2.2. Production Scenarios

Dyer et al. [6] assumed three medical scenarios based on three levels of reduced RM consumption. In order to put more focus on farm level production decisions, this analysis only used one medical scenario based on the average of the six medical recommendations for reduced RM cited in the previous scenario analysis [6]. This average recommended per person RM consumption of 21.3 kg/year of cooked RM would reduce national RM consumption to 1.9 Mt of LW, instead of the 2.5 Mt of LW consumed in 2017 [23]. Since this medical recommendation was applied to all of the production scenarios (PS) in this analysis, none of the PS needed to be replicated.
PS-1, the first of the four PS, entailed a 50:50 split of the RM allowed by the medical recommendation between beef and pork, and a business as usual (BAU) approach to the diet for the beef cattle destined for slaughter [6]. The BAU beef diet was based on feedlot finishing steers and slaughter heifers with increased rations of feed grain [12,24]. The second production scenario (PS-2) kept the same 50:50 split of the allowed RM between beef and pork, but assumed that the cattle destined for slaughter would be grass fed (GF) [6]. Although the difference between PS-1 and PS-2 reflects the impact that these two beef diets have on enteric CH4 emissions [25], it does not include the avoided soil carbon losses associated with GF beef [26]. The third production scenario (PS-3) kept the same GF beef diet as assumed in PS-2, but the beef consumption allowed in PS-1 and PS-2 was cut in half to permit 50% more pork, resulting in a 25:75 beef-pork split in RM consumption [6]. The fourth production scenario (PS-4) added to this analysis assumed the same 25:75 beef–pork split as assumed in PS-3, but the diet for slaughter cattle in PS-4 reverted back to the same BAU beef diet that was assumed for PS-1, rather than the GF beef diet assumed for PS-2 and PS-3 [6].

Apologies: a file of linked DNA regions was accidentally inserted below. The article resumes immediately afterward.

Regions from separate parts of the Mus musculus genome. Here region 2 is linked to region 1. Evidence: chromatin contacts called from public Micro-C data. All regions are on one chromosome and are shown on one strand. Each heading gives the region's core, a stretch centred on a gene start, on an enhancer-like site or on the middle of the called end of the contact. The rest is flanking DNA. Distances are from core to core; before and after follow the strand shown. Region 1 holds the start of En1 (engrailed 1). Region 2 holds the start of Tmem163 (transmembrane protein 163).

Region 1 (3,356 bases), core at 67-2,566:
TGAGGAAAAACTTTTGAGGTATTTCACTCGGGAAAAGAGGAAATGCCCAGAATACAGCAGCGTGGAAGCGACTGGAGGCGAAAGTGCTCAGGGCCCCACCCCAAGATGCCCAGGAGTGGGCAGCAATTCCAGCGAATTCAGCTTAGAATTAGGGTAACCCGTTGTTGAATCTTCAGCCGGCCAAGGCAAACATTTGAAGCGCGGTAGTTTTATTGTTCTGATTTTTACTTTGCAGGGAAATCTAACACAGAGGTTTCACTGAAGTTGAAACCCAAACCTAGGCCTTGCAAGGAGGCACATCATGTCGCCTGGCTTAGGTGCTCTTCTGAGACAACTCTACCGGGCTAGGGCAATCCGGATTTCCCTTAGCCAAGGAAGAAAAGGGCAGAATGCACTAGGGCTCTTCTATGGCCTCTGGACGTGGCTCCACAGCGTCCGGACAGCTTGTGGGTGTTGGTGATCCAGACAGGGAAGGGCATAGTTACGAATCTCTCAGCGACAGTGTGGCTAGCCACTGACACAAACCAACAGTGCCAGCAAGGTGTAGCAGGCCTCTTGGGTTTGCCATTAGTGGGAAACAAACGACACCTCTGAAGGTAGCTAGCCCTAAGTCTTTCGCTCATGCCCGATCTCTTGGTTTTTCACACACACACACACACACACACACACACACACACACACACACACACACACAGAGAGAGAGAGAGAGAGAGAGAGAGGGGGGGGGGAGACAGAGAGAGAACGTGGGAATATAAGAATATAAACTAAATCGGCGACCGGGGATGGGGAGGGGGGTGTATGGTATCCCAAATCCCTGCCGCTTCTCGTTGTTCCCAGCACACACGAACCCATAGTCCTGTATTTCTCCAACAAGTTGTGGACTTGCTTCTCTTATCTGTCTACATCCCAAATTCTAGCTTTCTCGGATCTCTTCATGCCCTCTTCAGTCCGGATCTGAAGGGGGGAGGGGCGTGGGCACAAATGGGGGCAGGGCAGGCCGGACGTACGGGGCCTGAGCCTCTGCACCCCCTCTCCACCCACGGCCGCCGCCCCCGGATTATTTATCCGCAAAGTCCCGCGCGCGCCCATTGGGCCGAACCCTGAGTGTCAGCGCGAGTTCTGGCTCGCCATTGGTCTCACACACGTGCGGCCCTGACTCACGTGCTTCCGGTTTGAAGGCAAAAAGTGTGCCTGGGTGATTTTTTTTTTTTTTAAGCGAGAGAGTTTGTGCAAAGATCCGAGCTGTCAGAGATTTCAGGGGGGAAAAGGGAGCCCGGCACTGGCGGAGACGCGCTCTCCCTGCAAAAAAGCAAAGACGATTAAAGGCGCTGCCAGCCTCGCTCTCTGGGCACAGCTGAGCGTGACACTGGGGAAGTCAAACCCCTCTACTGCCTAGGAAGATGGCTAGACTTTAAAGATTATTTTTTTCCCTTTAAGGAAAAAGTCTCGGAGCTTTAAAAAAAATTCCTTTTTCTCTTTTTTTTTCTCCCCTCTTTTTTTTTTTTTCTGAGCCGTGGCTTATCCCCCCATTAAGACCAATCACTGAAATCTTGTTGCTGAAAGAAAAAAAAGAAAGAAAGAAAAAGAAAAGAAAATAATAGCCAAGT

PS-2 is essential in evaluating GF beef as a carbon sequestration strategy [25,26]. The GHG emission estimates from GF beef [6] relied on unpublished output from the unified version of the model for livestock [15] that gave GHG emission rates for all of the age–gender categories of beef cattle. Dyer et al. [27] showed that slaughter cattle could be treated like replacement heifers with respect to diet and lifespan to differentiate them from feedlot steers and slaughter heifers. The effect of the GF diet for slaughter cattle was more forage and less feed grain intake by the beef population compared to the BAU diet [6]. Treated as replacement heifers, feed grain intake per head for these steers and slaughter heifers was only 6% of the feed grain intake that they would have had as feedlot slaughter animals. The age–gender diet differences were those reported by Elward et al. [28]. The GHG emissions coefficient for GF beef was 12.7 tCO2e/tLW, which was 21% higher than the 10.5 tCO2e/tLW coefficient for BAU beef [6]. This difference between GHG emission rates for beef is consistent with the diet-related differences in GHG emission rates reported by Desjardins et al. [18] for a range of other beef producing countries.